Abstract

This thesis explores the linkage between the right to self-determination and democracy. In view of the popular uprisings taking place throughout the Middle East and North Africa, it is highly relevant to revisit the concept of self-determination. In particular, considering the undetermined nature of the right to self-determination, this thesis examines the contemporary legal meaning of self-determination. Specifically, it questions the prospects of â the peopleâ to self-determination against the background of undemocratic structures at the global level. Following the introduction, the second part of this thesis deals with a critical overview of the international legal ideology on self-determination. In the third part, the legal content and scope of the right to self-determination regarding its political and economic dimension will be explored. Consequently, an examination of Egypt's approaches to self-determination will not only illustrate the obstacles to democratization, but will primarily serve as a test case for exploring the (in)compatibility of the process of economic liberalization with the right to self-determination.

Department

Law Department

Degree Name

MA in International Human Rights Law

Graduation Date

6-1-2012

Online Submission Date

May 2012

First Advisor

Parolin, Gianluca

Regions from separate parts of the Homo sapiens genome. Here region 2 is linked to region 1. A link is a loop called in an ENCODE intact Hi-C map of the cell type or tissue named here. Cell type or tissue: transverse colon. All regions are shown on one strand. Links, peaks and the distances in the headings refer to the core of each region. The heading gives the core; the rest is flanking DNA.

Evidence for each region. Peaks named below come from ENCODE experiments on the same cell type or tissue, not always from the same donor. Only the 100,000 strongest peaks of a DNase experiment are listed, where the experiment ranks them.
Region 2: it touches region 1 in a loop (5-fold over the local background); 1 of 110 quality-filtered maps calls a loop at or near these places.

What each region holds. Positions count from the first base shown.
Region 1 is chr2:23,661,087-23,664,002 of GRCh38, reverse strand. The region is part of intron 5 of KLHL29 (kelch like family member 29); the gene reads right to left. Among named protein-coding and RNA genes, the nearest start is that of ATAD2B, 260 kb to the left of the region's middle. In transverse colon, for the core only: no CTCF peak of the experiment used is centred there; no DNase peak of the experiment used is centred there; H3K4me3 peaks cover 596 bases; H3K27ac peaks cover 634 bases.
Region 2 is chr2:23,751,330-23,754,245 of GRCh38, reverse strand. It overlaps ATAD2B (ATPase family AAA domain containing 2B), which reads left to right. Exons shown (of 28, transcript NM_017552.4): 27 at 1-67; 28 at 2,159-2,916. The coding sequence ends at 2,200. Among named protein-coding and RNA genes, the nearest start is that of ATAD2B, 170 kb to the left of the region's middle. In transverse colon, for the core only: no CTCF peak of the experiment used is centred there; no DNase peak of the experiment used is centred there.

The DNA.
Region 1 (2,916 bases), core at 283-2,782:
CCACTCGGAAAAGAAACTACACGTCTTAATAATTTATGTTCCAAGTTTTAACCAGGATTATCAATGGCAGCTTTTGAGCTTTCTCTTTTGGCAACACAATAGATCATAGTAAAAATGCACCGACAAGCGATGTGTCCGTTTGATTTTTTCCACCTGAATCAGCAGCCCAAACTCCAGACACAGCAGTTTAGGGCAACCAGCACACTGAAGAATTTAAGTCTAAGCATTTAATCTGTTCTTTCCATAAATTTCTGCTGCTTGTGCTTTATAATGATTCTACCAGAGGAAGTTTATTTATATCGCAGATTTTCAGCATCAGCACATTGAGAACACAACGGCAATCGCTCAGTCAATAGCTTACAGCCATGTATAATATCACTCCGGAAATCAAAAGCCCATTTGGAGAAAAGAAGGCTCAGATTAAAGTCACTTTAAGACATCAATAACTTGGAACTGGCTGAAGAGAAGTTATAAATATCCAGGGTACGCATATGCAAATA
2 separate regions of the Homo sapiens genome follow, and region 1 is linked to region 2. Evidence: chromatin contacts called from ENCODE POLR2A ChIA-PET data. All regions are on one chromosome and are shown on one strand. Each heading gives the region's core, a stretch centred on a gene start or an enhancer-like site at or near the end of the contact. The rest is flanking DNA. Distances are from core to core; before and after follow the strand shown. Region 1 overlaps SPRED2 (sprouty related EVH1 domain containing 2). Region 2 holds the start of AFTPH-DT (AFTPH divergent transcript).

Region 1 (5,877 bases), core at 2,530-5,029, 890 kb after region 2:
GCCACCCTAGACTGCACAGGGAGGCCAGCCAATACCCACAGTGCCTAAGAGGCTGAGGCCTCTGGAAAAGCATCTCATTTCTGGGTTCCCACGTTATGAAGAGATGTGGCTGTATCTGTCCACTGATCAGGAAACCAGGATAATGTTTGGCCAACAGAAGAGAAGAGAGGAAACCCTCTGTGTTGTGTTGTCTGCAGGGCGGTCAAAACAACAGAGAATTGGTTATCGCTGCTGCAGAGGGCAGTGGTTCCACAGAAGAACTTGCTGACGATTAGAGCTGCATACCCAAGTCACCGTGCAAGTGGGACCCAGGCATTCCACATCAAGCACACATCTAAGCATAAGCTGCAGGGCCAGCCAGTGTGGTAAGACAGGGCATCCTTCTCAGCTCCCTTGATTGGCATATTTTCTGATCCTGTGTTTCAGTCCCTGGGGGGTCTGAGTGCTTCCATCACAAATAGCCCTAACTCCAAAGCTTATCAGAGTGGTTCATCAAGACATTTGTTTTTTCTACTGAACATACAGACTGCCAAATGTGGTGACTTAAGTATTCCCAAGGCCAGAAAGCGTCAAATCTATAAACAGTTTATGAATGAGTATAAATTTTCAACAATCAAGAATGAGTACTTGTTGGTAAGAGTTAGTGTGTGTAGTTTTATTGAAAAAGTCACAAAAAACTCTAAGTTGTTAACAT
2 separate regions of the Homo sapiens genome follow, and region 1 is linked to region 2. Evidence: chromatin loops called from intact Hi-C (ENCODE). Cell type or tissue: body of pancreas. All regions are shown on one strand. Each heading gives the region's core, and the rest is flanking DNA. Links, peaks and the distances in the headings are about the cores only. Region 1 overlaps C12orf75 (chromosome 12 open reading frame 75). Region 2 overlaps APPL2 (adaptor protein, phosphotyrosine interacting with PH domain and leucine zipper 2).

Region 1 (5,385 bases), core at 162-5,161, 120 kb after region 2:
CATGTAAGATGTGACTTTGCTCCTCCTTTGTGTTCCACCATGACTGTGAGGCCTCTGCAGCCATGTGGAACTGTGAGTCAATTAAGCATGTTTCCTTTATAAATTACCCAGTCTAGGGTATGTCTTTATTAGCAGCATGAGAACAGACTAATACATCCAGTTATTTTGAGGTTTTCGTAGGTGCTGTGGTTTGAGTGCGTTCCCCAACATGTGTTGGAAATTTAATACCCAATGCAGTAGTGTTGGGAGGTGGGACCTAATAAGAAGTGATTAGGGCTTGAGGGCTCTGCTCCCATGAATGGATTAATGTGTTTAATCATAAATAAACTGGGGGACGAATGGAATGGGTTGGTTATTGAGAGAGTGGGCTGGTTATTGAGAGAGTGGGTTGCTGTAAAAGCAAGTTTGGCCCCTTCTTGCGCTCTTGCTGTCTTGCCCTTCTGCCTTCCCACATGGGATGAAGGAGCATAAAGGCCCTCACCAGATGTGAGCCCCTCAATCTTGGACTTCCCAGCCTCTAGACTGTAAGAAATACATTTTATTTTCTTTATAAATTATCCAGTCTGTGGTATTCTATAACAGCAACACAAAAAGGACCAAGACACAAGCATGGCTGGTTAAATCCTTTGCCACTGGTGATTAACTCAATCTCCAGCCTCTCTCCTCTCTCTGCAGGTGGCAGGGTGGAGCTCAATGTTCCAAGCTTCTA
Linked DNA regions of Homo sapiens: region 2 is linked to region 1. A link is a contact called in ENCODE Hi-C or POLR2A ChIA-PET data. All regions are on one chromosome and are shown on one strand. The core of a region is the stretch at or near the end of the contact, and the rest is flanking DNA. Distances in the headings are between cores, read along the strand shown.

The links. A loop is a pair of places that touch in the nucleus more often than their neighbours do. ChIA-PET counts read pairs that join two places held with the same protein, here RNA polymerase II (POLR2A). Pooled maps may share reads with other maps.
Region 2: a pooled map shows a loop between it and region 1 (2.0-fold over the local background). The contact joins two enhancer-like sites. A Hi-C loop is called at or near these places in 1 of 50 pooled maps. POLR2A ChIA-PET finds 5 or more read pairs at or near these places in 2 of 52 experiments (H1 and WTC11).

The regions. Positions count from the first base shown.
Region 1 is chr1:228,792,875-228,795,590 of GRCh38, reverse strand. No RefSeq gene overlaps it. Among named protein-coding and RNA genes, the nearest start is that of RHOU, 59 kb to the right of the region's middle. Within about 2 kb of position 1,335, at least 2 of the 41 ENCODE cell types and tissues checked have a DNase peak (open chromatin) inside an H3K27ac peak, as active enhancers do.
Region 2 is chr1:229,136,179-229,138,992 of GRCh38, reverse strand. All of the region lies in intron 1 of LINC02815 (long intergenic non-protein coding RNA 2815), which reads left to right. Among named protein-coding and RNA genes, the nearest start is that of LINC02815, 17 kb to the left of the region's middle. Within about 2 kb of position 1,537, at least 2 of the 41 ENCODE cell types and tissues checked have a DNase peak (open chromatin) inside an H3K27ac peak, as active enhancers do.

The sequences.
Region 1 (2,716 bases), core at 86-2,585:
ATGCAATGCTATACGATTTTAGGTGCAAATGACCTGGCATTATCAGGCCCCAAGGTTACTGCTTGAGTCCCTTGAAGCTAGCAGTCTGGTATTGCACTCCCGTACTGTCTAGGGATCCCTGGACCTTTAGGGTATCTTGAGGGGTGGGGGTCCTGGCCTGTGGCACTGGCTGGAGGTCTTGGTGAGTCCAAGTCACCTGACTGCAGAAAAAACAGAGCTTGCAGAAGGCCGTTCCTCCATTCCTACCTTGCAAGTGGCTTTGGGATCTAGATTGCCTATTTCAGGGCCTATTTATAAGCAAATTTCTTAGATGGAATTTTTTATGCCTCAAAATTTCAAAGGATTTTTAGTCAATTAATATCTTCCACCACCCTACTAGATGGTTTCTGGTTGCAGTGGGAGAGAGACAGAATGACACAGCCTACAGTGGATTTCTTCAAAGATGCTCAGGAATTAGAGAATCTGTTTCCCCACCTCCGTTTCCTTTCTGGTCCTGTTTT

Document Type

Master's Thesis

Extent

NA

Library of Congress Subject Heading 1

Egypt -- History -- Protests, 2011-

Library of Congress Subject Heading 2

Egypt -- Politics and government -- 21st century.

Rights

The author retains all rights with regard to copyright. The author certifies that written permission from the owner(s) of third-party copyrighted matter included in the thesis, dissertation, paper, or record of study has been obtained. The author further certifies that IRB approval has been obtained for this thesis, or that IRB approval is not necessary for this thesis. Insofar as this thesis, dissertation, paper, or record of study is an educational record as defined in the Family Educational Rights and Privacy Act (FERPA) (20 USC 1232g), the author has granted consent to disclosure of it to anyone who requests a copy.

IRB

Not necessary for this item

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